Here's hoping for your full recovery, Kate. I'll get there as well.

    Bookmark   May 10, 2011 at 4:35PM
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K8Orlando

Oh My Dear, you've had a rough time and I'm so sorry! And MRG's husband having a heart attack in March! No wonder there haven't been very many posts lately - people are busy just keeping themselves going from day to day.

Wishing rapid recoveries to all who are struggling! We'll get through this together.

Hugs,
Kate

    Bookmark   May 10, 2011 at 5:33PM
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sunnycentralFL

That would be my Redwork! It has saved my sanity on long airline flights and at more serious moments of DH stent procedure. Many years ago, I had corporal tunnel surgery and I did actually cut 4 inch plaid blocks for a "thank you" quilt for all my DH did for me during recovery. I called it Norm Abrams...it is his favorite quilt...just for him.
Kate, wishing the very best for you in your upcoming surgery and like someone else said, "A very quick recovery."

    Bookmark   May 10, 2011 at 5:38PM
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geezerfolks_SharonG_FL

Sewing, of some sort, seems to be therapeutic for us when we need healing. My times are emotional and making crumb blocks or blocks I don't have to 'think' about is what helps me through.

SharonG/FL-IN

    Bookmark   May 10, 2011 at 6:42PM
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nanajayne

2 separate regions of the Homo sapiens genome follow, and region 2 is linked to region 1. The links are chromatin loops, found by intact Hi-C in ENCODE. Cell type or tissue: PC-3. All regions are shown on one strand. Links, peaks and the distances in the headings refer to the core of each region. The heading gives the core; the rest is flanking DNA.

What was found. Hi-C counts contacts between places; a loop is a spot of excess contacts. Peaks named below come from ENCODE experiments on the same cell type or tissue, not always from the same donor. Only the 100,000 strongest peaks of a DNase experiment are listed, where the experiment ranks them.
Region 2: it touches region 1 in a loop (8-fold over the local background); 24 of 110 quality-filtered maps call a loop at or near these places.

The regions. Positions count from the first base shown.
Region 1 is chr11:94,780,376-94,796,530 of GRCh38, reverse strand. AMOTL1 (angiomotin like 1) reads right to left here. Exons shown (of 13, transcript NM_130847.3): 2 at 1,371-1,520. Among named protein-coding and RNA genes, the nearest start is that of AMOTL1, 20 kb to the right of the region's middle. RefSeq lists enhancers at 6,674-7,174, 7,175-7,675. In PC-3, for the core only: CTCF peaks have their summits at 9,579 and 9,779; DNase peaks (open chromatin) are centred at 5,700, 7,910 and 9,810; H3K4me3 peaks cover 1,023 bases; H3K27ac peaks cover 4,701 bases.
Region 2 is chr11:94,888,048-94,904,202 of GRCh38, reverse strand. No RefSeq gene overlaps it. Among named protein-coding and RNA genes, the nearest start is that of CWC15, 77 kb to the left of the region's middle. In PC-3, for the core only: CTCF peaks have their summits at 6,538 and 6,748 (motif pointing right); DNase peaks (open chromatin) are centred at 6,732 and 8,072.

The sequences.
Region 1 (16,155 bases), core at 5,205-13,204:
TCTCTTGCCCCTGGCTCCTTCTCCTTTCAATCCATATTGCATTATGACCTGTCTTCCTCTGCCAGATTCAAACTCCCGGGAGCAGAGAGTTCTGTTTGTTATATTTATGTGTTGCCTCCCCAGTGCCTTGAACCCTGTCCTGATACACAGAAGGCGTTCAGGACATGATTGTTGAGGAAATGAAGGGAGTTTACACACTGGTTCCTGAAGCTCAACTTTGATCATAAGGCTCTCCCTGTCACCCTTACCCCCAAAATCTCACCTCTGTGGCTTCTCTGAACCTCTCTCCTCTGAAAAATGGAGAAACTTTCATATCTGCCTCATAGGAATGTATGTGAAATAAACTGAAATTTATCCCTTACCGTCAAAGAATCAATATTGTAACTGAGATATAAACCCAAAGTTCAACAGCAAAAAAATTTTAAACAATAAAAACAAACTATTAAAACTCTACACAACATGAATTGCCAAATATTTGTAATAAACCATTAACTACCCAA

I can't say I have ever been in that situation but know that I would need to do something if I should have to be confined for any length of time. I have a number of projects that I could do and would.
I just wanted to say how sorry I am for all who have been having issues with theirs and loved ones health. It sounds like this has been a trying year for many of you.
Good luck Kate with you knee, I know you will find it a relief when it is over. My daughter had arthoscopic surgery on her knee earlier this year and is much better now.
Jayne

    Bookmark   May 10, 2011 at 8:34PM
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dian57

Hand sewing is like weeding or painting to me--a moving meditation that helps me think and heal. Generally no one bothers me when I do any of these things. In the case of weeding or painting, it's probably out of fear that I'll ask for help.

I have a friend who carries a paperback in her purse at all times for waiting rooms and downtime. I bring a hand-sewing project to pass the time.

I can look at all hand-sewn projects and remember the circumstances and why I was able to sit for such a long period of time.

    Bookmark   May 11, 2011 at 6:06AM
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karpet